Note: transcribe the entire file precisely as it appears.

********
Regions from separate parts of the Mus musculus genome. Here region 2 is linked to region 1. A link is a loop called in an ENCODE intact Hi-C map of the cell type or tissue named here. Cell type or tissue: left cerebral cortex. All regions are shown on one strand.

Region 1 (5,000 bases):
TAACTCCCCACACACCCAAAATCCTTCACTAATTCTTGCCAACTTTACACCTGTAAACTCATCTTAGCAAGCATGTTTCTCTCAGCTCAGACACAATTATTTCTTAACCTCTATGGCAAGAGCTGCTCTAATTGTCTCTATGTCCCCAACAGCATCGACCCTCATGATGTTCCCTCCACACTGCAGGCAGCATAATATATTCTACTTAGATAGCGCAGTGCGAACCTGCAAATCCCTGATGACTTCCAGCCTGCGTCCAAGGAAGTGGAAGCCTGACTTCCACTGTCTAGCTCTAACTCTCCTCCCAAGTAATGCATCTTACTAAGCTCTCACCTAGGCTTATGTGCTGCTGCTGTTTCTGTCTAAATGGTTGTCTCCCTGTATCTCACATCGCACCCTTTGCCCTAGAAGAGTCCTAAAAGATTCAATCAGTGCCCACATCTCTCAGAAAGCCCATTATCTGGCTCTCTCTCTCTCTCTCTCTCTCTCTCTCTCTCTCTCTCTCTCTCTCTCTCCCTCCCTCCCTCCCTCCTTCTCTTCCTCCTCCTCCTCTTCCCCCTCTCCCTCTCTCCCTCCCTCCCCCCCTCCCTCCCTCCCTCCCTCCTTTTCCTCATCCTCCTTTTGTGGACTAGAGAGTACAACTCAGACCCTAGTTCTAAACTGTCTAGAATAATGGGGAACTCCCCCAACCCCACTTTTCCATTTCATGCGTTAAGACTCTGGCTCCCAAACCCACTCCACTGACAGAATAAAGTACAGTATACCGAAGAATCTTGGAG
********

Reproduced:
Regions from separate parts of the Mus musculus genome. Here region 2 is linked to region 1. A link is a loop called in an ENCODE intact Hi-C map of the cell type or tissue named here. Cell type or tissue: left cerebral cortex. All regions are shown on one strand.

Region 1 (5,000 bases):
TAACTCCCCACACACCCAAAATCCTTCACTAATTCTTGCCAACTTTACACCTGTAAACTCATCTTAGCAAGCATGTTTCTCTCAGCTCAGACACAATTATTTCTTAACCTCTATGGCAAGAGCTGCTCTAATTGTCTCTATGTCCCCAACAGCATCGACCCTCATGATGTTCCCTCCACACTGCAGGCAGCATAATATATTCTACTTAGATAGCGCAGTGCGAACCTGCAAATCCCTGATGACTTCCAGCCTGCGTCCAAGGAAGTGGAAGCCTGACTTCCACTGTCTAGCTCTAACTCTCCTCCCAAGTAATGCATCTTACTAAGCTCTCACCTAGGCTTATGTGCTGCTGCTGTTTCTGTCTAAATGGTTGTCTCCCTGTATCTCACATCGCACCCTTTGCCCTAGAAGAGTCCTAAAAGATTCAATCAGTGCCCACATCTCTCAGAAAGCCCATTATCTGGCTCTCTCTCTCTCTCTCTCTCTCTCTCTCTCTCTCTCTCTCTCTCTCTCTCCCTCCCTCCCTCCCTCCTTCTCTTCCTCCTCCTCCTCTTCCCCCTCTCCCTCTCTCCCTCCCTCCCCCCCTCCCTCCCTCCCTCCCTCCTTTTCCTCATCCTCCTTTTGTGGACTAGAGAGTACAACTCAGACCCTAGTTCTAAACTGTCTAGAATAATGGGGAACTCCCCCAACCCCACTTTTCCATTTCATGCGTTAAGACTCTGGCTCCCAAACCCACTCCACTGACAGAATAAAGTACAGTATACCGAAGAATCTTGGAG